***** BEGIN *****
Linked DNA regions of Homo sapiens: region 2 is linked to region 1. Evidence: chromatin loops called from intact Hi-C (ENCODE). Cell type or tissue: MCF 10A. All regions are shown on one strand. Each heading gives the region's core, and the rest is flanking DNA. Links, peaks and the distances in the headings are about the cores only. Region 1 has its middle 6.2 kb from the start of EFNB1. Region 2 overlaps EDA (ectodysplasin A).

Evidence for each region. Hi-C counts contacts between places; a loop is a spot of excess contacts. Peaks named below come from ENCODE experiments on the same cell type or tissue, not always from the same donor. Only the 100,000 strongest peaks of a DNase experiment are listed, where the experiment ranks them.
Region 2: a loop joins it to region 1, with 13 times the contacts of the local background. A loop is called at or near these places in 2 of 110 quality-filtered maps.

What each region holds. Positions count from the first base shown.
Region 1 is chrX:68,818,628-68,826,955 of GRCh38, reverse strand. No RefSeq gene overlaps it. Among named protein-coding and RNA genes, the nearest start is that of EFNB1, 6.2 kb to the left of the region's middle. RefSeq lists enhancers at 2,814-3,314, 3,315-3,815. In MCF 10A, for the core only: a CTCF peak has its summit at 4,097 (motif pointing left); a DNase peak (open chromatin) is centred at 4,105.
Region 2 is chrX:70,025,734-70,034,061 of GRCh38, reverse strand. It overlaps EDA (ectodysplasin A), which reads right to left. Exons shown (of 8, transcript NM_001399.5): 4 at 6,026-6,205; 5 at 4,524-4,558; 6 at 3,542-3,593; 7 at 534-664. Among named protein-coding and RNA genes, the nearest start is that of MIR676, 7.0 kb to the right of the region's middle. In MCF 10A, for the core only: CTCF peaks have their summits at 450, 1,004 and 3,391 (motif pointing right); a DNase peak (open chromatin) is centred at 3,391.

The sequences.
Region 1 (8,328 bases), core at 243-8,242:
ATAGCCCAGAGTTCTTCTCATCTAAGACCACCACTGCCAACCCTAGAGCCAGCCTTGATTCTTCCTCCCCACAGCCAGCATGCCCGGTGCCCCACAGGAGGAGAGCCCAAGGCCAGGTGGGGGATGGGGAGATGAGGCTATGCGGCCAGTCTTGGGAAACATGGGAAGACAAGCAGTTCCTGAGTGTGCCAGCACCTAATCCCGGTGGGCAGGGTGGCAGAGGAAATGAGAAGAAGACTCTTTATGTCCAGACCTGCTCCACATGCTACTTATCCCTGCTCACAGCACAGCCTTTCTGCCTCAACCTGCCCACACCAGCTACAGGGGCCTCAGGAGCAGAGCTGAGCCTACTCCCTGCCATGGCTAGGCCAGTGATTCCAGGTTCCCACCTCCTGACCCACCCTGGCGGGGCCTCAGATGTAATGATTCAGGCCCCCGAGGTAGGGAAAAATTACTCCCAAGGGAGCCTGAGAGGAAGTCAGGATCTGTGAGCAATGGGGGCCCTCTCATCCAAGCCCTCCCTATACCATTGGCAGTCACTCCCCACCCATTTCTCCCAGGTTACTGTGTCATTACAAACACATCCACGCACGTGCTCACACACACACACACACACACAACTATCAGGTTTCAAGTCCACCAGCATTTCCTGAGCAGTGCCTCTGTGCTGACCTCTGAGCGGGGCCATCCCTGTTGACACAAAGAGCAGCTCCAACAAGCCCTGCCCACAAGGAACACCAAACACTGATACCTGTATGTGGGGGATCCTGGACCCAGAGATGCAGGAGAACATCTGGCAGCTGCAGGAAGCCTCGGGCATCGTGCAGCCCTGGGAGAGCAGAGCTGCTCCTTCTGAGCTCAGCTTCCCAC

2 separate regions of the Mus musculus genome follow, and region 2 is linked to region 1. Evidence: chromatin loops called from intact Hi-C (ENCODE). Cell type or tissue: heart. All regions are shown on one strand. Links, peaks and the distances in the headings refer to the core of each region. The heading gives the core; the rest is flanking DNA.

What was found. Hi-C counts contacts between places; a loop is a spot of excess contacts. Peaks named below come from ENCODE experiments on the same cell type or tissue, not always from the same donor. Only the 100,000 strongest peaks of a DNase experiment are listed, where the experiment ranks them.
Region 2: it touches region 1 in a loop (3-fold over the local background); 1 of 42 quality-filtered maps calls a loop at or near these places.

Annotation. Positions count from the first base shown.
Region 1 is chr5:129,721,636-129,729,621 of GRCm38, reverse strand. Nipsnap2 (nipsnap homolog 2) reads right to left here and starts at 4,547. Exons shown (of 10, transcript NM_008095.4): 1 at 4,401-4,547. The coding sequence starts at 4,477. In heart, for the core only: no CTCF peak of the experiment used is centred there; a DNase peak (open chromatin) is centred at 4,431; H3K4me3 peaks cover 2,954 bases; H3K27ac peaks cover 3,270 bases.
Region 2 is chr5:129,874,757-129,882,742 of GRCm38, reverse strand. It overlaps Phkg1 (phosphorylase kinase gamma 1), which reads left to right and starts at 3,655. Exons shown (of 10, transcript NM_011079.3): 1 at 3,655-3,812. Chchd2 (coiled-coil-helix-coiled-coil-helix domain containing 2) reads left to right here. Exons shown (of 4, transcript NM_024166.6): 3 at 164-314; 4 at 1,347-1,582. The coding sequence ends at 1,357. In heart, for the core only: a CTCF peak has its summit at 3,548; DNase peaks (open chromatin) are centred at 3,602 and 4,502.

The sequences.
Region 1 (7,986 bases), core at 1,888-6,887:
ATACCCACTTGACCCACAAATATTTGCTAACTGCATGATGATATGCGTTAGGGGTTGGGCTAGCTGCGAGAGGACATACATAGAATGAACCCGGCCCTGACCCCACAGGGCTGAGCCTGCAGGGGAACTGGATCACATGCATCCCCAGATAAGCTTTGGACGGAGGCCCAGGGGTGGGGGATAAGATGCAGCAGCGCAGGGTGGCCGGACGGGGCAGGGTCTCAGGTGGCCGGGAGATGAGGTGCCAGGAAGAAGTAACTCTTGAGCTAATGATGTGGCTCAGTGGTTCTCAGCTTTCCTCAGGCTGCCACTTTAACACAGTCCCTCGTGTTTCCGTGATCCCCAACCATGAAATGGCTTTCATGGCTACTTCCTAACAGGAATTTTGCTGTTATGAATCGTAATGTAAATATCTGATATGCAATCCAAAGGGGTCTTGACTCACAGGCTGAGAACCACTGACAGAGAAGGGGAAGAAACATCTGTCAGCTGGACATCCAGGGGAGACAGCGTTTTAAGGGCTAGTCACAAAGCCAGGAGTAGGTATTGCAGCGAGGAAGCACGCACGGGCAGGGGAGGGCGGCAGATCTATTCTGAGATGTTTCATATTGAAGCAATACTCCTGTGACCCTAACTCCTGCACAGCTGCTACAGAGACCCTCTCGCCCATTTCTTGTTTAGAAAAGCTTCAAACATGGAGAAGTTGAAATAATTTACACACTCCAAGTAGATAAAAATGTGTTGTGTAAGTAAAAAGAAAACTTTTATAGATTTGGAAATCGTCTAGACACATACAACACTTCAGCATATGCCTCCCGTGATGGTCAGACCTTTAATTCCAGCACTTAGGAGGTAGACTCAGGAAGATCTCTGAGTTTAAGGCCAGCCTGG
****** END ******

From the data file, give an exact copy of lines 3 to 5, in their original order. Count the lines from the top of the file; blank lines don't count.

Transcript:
Region 2: a loop joins it to region 1, with 13 times the contacts of the local background. A loop is called at or near these places in 2 of 110 quality-filtered maps.

What each region holds. Positions count from the first base shown.
Region 1 is chrX:68,818,628-68,826,955 of GRCh38, reverse strand. No RefSeq gene overlaps it. Among named protein-coding and RNA genes, the nearest start is that of EFNB1, 6.2 kb to the left of the region's middle. RefSeq lists enhancers at 2,814-3,314, 3,315-3,815. In MCF 10A, for the core only: a CTCF peak has its summit at 4,097 (motif pointing left); a DNase peak (open chromatin) is centred at 4,105.